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Microsoft released a slew of updates this Patch Tuesday, including patches for two critical vulnerabilities that are being actively exploited in the wild. In total, 95 vulnerabilities were addressed yesterday, eighteen of which have been rated critical and 76 as important.
The two actively exploited vulnerabilities are of most concern, in fact one is so serious that Microsoft took the decision to issue a patch for Windows XP, even though extended support for the outdated operating system ended in April 2014. As with the emergency patch issued last month shortly after the WannaCry ransomware attacks, the vulnerability was considered so severe it warranted a patch.
Adrienne Hall, general manager of Microsoft’s Cyber Defense Operations Center, explained the decision to issue a patch for Windows XP saying, “Due to the elevated risk for destructive cyberattacks at this time, we made the decision to take this action because applying these updates provides further protection against potential attacks with characteristics similar to WannaCrypt.”
The flaw – CVE-2017-8543 – exists in the Windows Server Message Block (SMB) service. It was also a SMB service vulnerability that was exploited in the recent WannaCry ransomware attacks that spread to more than 300,000 devices in 150 countries on May 12.
CVE-2017-8543 could similarly be exploited by cybercriminals to install malware with wormlike capabilities, allowing infections to spread rapidly across a network. The flaw exists in most Windows versions, including Windows XP, Windows 7, Windows 8.1 and Windows 10, as well as Microsoft Server 2003, 2008, 2012 and 2016. Microsoft has also issued a patch for Microsoft Server 2003.
As with the WannaCry attacks, the vulnerability could be exploited without any user interaction required. A remote unauthenticated user could trigger the vulnerability via a SMB connection. If exploited, the attacker could take control of the infected device. Since this vulnerability is being actively exploited in the wild, it is essential that the patch is applied promptly.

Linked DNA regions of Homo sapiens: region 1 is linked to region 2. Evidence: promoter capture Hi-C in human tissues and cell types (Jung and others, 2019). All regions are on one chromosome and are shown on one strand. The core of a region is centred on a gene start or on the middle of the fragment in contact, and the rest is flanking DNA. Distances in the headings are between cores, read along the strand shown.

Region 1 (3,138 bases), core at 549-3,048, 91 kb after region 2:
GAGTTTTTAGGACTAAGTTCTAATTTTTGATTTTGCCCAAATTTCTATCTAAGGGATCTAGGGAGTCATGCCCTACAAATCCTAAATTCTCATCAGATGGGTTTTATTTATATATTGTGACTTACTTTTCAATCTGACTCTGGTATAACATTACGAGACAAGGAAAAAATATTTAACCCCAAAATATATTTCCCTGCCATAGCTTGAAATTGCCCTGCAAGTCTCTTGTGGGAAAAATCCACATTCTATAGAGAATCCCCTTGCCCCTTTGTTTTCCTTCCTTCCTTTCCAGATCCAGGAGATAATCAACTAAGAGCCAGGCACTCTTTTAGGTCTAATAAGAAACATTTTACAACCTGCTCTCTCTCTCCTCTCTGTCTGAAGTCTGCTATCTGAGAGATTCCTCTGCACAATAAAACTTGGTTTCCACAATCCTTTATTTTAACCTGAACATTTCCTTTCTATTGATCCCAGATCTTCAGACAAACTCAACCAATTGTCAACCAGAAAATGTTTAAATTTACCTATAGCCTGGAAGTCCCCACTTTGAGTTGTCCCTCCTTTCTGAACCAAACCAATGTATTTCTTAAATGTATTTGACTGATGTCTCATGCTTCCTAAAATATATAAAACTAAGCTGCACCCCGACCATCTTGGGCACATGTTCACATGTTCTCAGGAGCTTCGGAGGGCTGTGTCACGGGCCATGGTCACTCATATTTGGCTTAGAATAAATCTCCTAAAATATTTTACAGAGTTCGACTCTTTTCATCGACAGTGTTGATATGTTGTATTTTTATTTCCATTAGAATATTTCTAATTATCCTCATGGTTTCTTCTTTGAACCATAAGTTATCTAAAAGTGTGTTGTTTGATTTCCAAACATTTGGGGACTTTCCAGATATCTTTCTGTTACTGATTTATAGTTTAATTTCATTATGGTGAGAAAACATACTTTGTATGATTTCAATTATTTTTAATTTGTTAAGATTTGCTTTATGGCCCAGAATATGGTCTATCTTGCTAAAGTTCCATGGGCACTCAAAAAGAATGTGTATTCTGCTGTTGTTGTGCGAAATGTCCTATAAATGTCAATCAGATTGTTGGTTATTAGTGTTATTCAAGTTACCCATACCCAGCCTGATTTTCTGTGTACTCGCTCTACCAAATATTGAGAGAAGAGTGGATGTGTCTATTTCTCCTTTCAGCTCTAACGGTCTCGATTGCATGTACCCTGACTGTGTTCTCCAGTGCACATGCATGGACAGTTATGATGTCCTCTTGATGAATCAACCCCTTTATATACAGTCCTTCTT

The other critical – and actively exploited – flaw is CVE-2017-8464: A LNK remote code execution vulnerability. This vulnerability can be exploited using a specially crafted shortcut file.
While not believed to be exploited at present, a memory corruption vulnerability in Outlook (CVE-2017-8507) is of particular concern. An attacker could exploit the vulnerability simply by sending a specially crafted message to an Outlook user. The vulnerability would be triggered when the user views the message, giving the attacker full control of their computer. No attachment would need to be opened in order for the vulnerability to be exploited.
CVE-2017-8527 could also potentially be exploited with little user interaction required. A user would only be required to visit a website with specially crafted fonts.
Patches have also been issued for remote code execution vulnerabilities in Microsoft Edge and Internet Explorer. These flaws are not being actively exploited at present, although the flaws have been publicly disclosed so it is only a matter of time before attacks occur.
In addition to the patches released by Microsoft, Adobe has similarly issued a round of updates. In total, 21 vulnerabilities have been addressed, 15 of which have been rated critical. Four products have been updated – Flash, Shockwave, Captivate and Adobe Digital Editions.
While Microsoft has now issued patches for unsupported operating systems on two occasions in the past 30 days, this should not be taken as a sign that flaws will continue to be addressed. Any organization still using unsupported operating systems should ensure those systems are upgraded to supported Windows versions as soon as possible. Further flaws are likely to be discovered, but Microsoft is unlikely to continue to release patches.
Eric Doerr, general manager of the Microsoft Security Response Center said, “Our decision today to release these security updates for platforms not in extended support should not be viewed as a departure from our standard servicing policies.”